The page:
Patients as 'active agents of change' - a societal challenge

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Hilary BrownHilary Brown, Health Services Management Centre, University of Birmingham

There’s been a lot of hand-wringing and soul searching about the state of the NHS and how it can best respond to the challenges ahead; and the contribution of the service user, or citizen, in meeting those challenges is gaining more attention. The argument goes that if we keep on treating ill-health as we have done, rather than doing something more radical to get people to take more responsibility for staying well, the NHS will fall over. At the launch of a report from the IPPR recently on Reinforcing the power of citizens and communities in health and care, ex-Labour Health Minister, Alan Milburn followed this theme by talking about treating patients as ‘active agents of change’ rather than ‘passive bystanders’.

Liverpool is trying to do something more radical as the recent Panorama programme showed. The city, which has some of the worst health outcomes in the country, has styled itself ‘Healthy Liverpool’ and healthcare and local authority professionals have joined forces to increase life expectancy and improve quality of life. It showed the uphill struggle we are up against as a society, if we are to truly achieve patients or service users as active agents of change. In the programme, we came across a local GP who was trying to persuade a patient to take up some kind of exercise – his response was, ‘I can’t be bothered.’

As the recently published Five Year Cancer Strategy – Achieving world-class cancer outcomes: a strategy for England 2015-2020  points out, four out of ten cancers are caused by people’s lifestyle choices such as smoking, drinking excessive amounts of alcohol, poor diet, and lack of exercise. There have been great strides in improving cancer outcomes in England but activity is inexorably rising and the pressure on the service is increasing as our work with Cancer Research UK over the last couple of years demonstrates. For those delivering cancer services, it must feel like a Sisyphean task – rolling that boulder of improving outcomes up to the top of the hill, with mammoth efforts, only to see it roll down again as demographic time bombs explode and other lifestyle factors come to the fore.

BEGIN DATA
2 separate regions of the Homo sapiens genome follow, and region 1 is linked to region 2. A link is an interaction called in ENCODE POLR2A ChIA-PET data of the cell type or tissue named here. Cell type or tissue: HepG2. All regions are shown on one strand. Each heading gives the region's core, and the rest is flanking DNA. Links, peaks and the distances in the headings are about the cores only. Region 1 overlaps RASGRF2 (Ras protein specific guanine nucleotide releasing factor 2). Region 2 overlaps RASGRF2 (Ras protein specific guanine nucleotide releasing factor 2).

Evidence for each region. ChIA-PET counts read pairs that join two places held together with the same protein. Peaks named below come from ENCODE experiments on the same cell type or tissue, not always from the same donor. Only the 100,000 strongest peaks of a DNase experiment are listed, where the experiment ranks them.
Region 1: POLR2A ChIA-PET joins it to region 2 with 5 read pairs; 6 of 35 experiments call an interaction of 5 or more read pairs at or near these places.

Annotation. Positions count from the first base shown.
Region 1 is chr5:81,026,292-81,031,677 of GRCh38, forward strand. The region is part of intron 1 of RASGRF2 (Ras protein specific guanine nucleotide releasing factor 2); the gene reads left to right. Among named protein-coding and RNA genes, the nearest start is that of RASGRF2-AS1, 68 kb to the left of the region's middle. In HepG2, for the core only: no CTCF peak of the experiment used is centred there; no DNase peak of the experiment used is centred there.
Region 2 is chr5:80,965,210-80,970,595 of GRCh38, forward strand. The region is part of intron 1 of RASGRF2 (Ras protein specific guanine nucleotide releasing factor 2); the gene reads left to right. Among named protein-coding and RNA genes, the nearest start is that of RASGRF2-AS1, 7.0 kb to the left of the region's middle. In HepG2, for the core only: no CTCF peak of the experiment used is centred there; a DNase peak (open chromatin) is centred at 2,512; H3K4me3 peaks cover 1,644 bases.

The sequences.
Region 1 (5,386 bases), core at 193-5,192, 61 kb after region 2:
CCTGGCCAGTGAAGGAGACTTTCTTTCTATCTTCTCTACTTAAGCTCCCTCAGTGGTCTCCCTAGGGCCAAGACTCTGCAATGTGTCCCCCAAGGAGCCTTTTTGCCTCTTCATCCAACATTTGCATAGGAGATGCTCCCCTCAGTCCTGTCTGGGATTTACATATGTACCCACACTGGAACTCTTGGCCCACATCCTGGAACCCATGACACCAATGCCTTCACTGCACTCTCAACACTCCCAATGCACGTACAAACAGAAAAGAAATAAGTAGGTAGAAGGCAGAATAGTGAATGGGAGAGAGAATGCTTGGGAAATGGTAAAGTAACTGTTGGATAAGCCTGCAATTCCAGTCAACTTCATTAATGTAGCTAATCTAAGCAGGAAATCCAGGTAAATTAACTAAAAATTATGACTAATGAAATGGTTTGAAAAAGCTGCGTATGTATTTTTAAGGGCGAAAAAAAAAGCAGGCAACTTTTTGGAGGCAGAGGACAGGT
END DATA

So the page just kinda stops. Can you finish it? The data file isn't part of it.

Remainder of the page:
We need the Cancer Strategy to set a clear direction for the service for the next five years but we also need strategies to work with people who feel there is little point in investing in their own health, and who feel overwhelmed by the task at hand even if they did have an inclination to do something about it. How do you convince someone who is possibly out of work, living in poor housing, and perhaps has recently split up from their partner; to stop smoking, cut down on their alcohol intake, and take up jogging, in order to lower their risk of developing cancer, when they find it difficult enough just to get through the day? The Cancer Strategy talks about the pivotal role of Public Health in developing tobacco controls and action plans to address obesity; and it refers to facilitating people and empowering them to take responsibility to stay healthy, but it doesn’t say how we should do this.

‘Activating’ people to do something different requires a fundamental shift in our approach to behaviour change. It is far more complex than simply a matter of ‘tell them and they will stop’. Telling someone they should stop smoking is not a message people will be receptive to, if for them, smoking is perceived as a way of coping with psychosocial stress. To make the Cancer Strategy’s goals realistic, we have to do more to tackle head-on our thoughts and feelings about health and wellbeing, and how these are intrinsically linked to our social situation. 

The use of patient activation measures (PAMs) is gaining more traction here in the UK with a report published last year by the Kings’ Fund in association with Professor Judith Hibbard. Luke O’Shea’s subsequent blog calls patient activation the missing vital sign – a good description, for without it, no amount of information on exercise, free smoking cessation classes, or diet sheets for mothers will make behaviour change stick.

At a workshop on the use of PAMs organised by the Health Foundation a couple of months ago, I was struck by something a patient said about the need for health practitioners to ‘meet me where I am, not where you want me to be.’ The Cancer Strategy sets out a vision for where cancer services should be in the next five years but we also need strategies for how we will meet people ‘where they are’ rather than where we might want them to be, otherwise the ambitious targets for improving life expectancy such as reducing avoidable deaths from cancer cannot be achieved.

There are projects underway to introduce young people in schools to mindfulness, as a means of improving their wellbeing, perhaps we need a similar kind of movement to work with young people and adults to develop better self-efficacy – the confidence to exert control over their own motivation and behaviour and hence become the active agents of change in how health is perceived and how healthcare is delivered, rather than passive bystanders.

 

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